From there, doctors load each bioink into a printing chamber, depending on how many types of cells they want to print, “using a printing head and a nozzle to extrude the ink and layer the material,” Lewis said. . To create tissue with individualized properties, the printers were programmed with imaging data from the patient’s X-rays or scans, Atala said.

“With a color printer, you have several different cartridges, each cartridge prints in a different color and you find your (final) color,” Atala added. Bioprinting is the same; you’re just using cells instead of traditional inks.

The length of the printing process depends on several factors, including the organ or tissue being printed, the accuracy of the resolution, and the number of printing heads required, Lewis said. But it usually lasts a few hours. The time from biopsy to implantation is four to six weeks, Atala said.

At the Wake Forest Institute of Regenerative Medicine, a 3D printer injects different types of cells into the kidney bones.

The key is to “get the bodies to work as they should,” Lewis said.

“In order to get an organ from a donor, it is necessary to immediately insert the organ into a bioreactor and start perfusion, otherwise the cells will die,” he added. Perfusion is the supply of fluid, usually blood or blood substitutes, by circulating it through blood vessels or other channels.

Depending on the complexity of the organ, tissue sometimes needs to be reached in a bioreactor or further lead connections, Lewis said. “There are a number of plumbing issues and challenges for that printed organ to actually function like a human organ in vivo. In fact, it has not yet been fully resolved.”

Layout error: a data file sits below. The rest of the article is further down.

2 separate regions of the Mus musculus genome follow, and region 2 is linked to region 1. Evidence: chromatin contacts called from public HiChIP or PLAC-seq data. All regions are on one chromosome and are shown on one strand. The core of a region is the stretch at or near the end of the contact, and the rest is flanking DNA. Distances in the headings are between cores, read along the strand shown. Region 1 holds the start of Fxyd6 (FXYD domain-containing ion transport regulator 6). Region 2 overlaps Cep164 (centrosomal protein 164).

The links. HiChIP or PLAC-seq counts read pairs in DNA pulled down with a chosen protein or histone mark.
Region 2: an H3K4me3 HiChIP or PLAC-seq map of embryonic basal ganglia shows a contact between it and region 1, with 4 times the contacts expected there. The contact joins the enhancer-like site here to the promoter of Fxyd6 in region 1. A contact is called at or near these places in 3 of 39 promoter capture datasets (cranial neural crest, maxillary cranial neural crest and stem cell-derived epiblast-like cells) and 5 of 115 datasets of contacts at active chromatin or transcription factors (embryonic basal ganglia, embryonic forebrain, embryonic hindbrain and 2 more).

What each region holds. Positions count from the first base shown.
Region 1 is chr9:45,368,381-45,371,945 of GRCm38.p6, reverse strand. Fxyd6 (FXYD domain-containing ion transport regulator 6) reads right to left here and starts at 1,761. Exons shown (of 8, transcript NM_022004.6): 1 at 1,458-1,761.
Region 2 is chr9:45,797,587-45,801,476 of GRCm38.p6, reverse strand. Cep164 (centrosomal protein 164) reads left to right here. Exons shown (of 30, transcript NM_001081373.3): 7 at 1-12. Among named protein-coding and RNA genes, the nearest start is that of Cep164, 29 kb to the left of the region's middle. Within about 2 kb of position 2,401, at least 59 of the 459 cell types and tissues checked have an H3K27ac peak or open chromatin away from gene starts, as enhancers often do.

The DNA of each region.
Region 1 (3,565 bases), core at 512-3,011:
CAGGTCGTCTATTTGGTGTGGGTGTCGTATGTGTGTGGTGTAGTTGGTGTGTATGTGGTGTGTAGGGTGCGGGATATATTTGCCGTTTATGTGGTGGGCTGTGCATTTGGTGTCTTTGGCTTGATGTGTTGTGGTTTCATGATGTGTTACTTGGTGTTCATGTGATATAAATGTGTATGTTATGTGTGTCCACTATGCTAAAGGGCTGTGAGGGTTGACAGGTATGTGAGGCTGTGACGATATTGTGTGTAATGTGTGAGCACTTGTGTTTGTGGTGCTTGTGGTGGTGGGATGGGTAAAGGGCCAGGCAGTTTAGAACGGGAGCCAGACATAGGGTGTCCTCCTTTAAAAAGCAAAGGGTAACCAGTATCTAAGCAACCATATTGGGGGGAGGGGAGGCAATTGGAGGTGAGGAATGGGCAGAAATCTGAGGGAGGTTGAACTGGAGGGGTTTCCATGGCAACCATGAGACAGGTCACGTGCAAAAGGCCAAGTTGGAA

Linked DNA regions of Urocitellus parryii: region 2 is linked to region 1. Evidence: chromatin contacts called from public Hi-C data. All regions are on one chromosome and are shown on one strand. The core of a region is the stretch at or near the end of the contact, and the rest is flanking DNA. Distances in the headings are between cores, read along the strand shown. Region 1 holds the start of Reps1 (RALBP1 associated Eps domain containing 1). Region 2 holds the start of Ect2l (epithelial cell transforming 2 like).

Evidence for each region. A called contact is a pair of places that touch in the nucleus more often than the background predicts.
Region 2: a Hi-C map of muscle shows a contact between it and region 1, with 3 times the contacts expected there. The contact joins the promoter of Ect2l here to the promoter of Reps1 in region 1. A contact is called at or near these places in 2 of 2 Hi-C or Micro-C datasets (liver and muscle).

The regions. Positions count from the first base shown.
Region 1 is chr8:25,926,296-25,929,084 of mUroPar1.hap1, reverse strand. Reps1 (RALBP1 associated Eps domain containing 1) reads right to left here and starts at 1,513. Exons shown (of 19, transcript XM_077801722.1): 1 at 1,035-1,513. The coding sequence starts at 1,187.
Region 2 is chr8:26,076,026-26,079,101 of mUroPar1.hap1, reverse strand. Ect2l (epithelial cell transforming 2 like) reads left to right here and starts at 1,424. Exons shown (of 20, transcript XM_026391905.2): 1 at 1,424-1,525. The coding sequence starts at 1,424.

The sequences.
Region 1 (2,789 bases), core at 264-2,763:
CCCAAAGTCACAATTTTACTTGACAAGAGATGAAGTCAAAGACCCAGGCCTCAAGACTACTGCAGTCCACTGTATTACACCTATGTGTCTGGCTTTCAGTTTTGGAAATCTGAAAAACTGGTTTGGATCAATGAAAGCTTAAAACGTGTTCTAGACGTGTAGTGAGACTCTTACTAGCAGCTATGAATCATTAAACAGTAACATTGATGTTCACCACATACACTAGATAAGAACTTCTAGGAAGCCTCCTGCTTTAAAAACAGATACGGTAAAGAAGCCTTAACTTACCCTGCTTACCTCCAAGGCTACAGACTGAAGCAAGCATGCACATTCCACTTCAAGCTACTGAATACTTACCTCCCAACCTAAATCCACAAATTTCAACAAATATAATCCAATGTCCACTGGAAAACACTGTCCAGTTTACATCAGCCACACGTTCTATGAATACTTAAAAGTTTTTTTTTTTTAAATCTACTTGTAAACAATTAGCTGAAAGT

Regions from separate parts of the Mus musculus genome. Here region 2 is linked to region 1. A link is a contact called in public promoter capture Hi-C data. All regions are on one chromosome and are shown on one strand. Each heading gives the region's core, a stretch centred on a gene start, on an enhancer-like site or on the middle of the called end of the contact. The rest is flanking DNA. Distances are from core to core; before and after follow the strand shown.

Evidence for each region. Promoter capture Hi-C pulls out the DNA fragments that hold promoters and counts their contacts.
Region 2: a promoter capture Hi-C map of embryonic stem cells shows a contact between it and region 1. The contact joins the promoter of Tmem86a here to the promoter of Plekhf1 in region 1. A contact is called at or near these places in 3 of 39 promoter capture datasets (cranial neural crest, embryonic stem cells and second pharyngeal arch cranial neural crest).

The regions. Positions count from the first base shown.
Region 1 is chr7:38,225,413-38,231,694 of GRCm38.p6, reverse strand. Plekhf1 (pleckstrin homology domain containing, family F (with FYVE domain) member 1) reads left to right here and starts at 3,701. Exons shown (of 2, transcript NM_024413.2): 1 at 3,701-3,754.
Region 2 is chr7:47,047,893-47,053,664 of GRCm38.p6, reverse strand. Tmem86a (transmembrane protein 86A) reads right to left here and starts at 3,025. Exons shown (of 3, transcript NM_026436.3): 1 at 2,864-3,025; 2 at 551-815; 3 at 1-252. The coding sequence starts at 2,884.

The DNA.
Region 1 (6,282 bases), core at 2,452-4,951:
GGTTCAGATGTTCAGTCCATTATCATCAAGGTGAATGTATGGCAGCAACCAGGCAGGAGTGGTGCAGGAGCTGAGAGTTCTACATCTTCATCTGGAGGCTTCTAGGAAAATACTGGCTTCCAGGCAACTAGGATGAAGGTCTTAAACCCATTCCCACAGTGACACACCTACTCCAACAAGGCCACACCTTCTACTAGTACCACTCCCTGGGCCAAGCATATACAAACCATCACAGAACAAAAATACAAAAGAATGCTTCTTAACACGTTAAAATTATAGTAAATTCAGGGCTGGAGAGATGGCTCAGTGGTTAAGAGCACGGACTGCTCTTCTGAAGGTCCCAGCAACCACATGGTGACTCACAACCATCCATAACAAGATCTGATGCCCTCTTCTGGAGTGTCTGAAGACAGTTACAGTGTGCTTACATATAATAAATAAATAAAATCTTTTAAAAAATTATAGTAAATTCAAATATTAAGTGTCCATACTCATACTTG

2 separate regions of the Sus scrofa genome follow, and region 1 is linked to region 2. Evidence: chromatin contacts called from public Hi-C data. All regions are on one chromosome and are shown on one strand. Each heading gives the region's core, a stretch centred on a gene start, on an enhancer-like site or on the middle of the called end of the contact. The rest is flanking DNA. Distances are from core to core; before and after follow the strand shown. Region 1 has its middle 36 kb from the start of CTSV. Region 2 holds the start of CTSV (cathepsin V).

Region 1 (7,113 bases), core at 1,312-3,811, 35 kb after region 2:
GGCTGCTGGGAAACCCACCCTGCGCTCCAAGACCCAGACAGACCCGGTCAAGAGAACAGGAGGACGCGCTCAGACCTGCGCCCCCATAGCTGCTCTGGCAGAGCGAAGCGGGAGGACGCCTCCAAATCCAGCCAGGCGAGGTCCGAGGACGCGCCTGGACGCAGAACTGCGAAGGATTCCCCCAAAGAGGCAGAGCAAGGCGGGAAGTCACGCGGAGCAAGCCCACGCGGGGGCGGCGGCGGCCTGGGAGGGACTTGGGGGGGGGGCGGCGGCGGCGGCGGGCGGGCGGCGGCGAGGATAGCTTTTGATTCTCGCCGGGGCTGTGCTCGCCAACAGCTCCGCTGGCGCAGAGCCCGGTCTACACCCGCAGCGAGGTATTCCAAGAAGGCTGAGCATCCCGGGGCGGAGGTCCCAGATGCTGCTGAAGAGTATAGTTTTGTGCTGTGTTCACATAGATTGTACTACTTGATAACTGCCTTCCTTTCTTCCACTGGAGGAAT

Once a biopsy organ is implanted in a patient, it breaks down naturally over time – which is good because it is designed to work like this.

“You’re probably wondering,‘ Well, then what happens to the tissue? Will it split? ”“ No, really, ”Atala said.“ These glues will melt and the cells will feel the bridge loosen; they feel that they no longer have a firm foothold. In this way, the cells do what they do in their own bodies, creating their own bridges. their glue. ”

Other challenges

Atala and Lewis are conservative in their calculations of how many years are left before the implantation of fully functioning biomarkers.

“The field is moving fast, but I mean, we’re talking about a decade plus, despite all the tremendous progress,” Lewis said.

“I never learned to predict many years ago because you will always be wrong,” Atala said. “There are many factors in terms of production and (U.S. Food and Drug Administration regulations). Finally, our interest is, of course, to make sure that the technology is safe for the patient first and foremost.”

When bioprinting is an accessible option, accessibility should not be a problem for patients and their caregivers.

They will “definitely be available,” Atala said. “The cost of organ failure is very high. It costs more than a quarter of a million dollars a year to keep a patient on dialysis to keep a patient on dialysis. So it’s much cheaper to create an organ that you can do. Implant the patient.”

According to a study published by the American Society of Nephrology, the average cost of a kidney transplant in 2020 will be $ 442,500, and 3D printers will retail for several thousand to $ 100,000, depending on the complexity. But even with low-cost printers, the more expensive parts of bioprinting can include storing cell banks for patients, growing cells and safely handling biological materials, Lewis said.

Some of the main costs of existing organ transplants are “organ removal from the donor, transportation costs and then, of course, the recipient’s surgery, followed by all the care and monitoring,” Lewis said. “Part of that cost is that it will still play out, even if it’s bio-printed.”